Mercedes allowed its drivers to race for victory in the Azerbaijan Grand Prix right up until the checkered flag, Toto Wolff insists.
Valtteri Bottas held off an attack from Lewis Hamilton on the opening lap in Baku and the two were then closely matched for the majority of the race, with Sebastian Vettel often close behind. Hamilton reduced the gap to Bottas and got within DRS range in the closing laps, and despite Wolff being shown pressing radio buttons, the team principal says there were no orders given to the drivers.
“The moment you talk to the drivers, it’s open, so everybody can hear that,” Wolff said. “But then obviously you have the intercom, which is only an internal line, but I was not talking to the drivers. If I push the driver button, I know myself, so I’m not giving myself permission to talk to the drivers, because I’m getting emotional and then sometimes I regret what I say.
“So, no, I have never talked to the drivers directly in the race. It was more a discussion with the group of strategists on the pit wall. It was a discussion on whether Vettel would actually come close, whether we would save the engine. It was about whether Leclerc or Verstappen would go for fastest lap. It was more an overall discussion.
“We acknowledged that it could get a little bit racy at the end, but we didn’t talk to them.
“I’m not speaking to the drivers. I’m never speaking to the drivers. No, we didn’t tell the drivers anything. What we told the drivers was when we switched onto the medium we weren’t sure whether the tire would make it all to the end, and I think a few laps into the medium stint we told them not to stress the tire too much because we weren’t sure whether it would last.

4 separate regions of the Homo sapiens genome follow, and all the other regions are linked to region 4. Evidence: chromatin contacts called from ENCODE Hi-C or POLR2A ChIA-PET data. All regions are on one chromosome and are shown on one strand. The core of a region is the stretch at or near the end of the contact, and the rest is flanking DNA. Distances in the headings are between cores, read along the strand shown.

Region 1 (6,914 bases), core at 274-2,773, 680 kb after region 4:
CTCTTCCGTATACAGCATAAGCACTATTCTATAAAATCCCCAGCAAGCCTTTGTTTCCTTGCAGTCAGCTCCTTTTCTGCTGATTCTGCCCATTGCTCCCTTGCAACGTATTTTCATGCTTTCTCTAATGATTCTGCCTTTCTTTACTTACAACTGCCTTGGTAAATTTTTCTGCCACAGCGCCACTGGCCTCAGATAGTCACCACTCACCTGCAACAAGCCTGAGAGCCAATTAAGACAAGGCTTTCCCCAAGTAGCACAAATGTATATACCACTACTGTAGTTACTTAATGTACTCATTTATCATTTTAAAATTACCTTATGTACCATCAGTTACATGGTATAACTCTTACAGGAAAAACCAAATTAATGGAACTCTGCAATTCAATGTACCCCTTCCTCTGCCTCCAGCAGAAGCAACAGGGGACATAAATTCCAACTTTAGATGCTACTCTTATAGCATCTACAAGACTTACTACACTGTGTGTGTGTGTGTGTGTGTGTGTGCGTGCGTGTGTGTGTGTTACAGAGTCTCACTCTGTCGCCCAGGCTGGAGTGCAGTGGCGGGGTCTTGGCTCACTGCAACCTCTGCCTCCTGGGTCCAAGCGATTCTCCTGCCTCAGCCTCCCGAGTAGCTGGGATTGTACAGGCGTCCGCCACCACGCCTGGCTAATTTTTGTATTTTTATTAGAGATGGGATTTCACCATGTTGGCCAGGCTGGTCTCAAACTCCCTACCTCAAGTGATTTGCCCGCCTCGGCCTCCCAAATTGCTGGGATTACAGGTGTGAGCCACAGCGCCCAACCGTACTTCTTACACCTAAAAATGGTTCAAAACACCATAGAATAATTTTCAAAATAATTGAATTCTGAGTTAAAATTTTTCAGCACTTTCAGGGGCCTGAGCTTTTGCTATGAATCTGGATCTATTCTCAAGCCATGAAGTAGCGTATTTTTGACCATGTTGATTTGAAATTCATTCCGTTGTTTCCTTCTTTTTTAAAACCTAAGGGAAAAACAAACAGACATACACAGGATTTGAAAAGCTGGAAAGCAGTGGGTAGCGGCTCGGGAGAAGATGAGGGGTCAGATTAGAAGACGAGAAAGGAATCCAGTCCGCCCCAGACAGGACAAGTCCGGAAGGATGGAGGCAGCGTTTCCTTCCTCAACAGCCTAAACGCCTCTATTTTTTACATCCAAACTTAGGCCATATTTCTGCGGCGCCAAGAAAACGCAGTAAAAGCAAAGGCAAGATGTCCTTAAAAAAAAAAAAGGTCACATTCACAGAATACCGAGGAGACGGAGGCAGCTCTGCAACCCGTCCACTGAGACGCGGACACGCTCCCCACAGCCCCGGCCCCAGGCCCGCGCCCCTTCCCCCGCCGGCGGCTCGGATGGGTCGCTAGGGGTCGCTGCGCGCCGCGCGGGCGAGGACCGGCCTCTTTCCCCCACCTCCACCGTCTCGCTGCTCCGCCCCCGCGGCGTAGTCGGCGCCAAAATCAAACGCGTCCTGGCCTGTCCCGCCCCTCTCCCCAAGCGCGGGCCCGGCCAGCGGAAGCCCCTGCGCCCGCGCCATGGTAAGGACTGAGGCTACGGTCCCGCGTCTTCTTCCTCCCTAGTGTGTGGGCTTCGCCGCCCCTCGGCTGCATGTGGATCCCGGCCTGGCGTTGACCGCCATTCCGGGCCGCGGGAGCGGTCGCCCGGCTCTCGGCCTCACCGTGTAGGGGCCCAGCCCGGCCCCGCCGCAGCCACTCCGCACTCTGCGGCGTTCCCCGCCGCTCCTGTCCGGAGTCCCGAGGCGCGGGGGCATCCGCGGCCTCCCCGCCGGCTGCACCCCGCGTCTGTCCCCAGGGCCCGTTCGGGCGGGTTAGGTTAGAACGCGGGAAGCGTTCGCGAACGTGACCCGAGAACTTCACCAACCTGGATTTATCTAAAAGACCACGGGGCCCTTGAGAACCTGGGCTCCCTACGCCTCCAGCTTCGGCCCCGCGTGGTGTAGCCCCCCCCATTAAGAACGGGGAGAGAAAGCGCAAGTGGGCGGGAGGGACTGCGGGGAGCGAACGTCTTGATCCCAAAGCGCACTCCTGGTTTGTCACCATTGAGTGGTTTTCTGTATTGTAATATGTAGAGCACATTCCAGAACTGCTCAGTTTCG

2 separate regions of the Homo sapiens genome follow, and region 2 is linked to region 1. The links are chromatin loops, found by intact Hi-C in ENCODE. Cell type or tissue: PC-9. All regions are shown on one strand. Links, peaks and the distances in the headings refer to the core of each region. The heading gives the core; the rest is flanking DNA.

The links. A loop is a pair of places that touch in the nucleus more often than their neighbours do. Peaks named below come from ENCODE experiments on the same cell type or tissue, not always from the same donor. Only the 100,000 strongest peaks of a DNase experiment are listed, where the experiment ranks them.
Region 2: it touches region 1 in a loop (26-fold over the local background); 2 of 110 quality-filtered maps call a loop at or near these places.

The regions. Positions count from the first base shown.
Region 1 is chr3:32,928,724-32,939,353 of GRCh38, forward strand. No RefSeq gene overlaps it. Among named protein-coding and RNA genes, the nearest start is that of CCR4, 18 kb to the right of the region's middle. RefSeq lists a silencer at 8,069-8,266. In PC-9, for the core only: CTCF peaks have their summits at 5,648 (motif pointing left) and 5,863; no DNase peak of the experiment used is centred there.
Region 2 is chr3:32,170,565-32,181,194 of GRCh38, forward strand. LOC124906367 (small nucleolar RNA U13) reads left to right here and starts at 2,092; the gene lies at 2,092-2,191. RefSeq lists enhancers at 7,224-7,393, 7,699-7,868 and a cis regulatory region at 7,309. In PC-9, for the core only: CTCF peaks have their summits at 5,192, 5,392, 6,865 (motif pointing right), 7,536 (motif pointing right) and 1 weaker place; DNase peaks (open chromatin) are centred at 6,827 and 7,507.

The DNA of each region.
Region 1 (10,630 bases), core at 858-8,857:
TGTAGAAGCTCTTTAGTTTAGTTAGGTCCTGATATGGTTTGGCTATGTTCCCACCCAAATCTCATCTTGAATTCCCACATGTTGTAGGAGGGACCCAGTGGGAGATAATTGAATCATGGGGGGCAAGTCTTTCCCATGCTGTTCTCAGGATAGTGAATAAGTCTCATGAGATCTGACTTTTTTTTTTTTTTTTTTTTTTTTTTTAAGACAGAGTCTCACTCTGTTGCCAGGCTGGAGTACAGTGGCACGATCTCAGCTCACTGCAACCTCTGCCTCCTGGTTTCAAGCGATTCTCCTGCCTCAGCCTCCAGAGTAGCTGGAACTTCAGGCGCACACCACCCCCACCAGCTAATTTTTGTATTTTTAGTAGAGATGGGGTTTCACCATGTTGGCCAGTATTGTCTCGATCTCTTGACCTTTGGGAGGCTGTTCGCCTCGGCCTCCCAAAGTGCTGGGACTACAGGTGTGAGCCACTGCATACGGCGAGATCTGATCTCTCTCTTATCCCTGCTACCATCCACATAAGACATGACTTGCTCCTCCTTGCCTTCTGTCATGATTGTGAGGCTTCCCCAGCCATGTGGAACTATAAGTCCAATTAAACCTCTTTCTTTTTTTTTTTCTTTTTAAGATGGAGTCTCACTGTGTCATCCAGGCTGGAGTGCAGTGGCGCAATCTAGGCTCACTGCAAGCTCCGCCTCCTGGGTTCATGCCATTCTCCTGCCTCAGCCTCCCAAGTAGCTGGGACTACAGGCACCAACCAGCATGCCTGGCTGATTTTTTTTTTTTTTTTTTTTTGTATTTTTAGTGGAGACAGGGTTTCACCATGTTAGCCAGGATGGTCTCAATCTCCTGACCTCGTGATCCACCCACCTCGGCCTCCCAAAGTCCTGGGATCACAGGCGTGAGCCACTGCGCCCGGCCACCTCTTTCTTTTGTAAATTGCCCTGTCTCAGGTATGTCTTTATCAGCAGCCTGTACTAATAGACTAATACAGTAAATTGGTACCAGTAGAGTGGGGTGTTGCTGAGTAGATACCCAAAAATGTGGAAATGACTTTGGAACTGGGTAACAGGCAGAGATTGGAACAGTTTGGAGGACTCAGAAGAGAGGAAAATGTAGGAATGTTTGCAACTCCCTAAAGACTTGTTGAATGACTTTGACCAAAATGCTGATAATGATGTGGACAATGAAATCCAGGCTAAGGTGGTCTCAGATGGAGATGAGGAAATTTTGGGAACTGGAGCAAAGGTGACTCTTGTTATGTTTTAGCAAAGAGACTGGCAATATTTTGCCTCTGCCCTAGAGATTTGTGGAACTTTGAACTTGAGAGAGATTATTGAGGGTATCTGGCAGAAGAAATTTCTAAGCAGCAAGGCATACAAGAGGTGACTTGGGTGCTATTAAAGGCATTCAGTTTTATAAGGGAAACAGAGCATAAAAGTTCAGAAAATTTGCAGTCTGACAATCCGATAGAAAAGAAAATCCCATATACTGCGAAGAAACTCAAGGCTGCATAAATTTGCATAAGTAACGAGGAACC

“We said to them … ‘We don’t know if the tire’s going to last’, and, ‘You will have an opportunity to race each other at the end’, and that’s what they did.”
Both drivers also confirmed they felt they were free to race in the closing stages – with Bottas thankful to get DRS from the lapped George Russell – and Wolff said the way they handled themselves at the start gave him confidence they could be trusted.
“Let them race,” he said. “I think they are both very experienced. They know that racing must be clean. You see lap one — lap one was very clean, and this is a track where you mustn’t take crazy risks, because it could lose both of the cars, and they know that.”
Race-winner Bottas even admitted he had come under more pressure from Hamilton than he’d hoped, but had no complaints that his team-mate was allowed to try and chase him down.
“I didn’t want him to get DRS, that was not planned,” Bottas said. “He had a very good middle sector that lap and managed to close and here even if you’re like 1.2, 1.3 seconds behind exiting from Turn 16 then you’re gaining time before the DRS detection. I wanted to keep him out from DRS, so it was my bad. But he was pushing hard, so that’s how it goes.”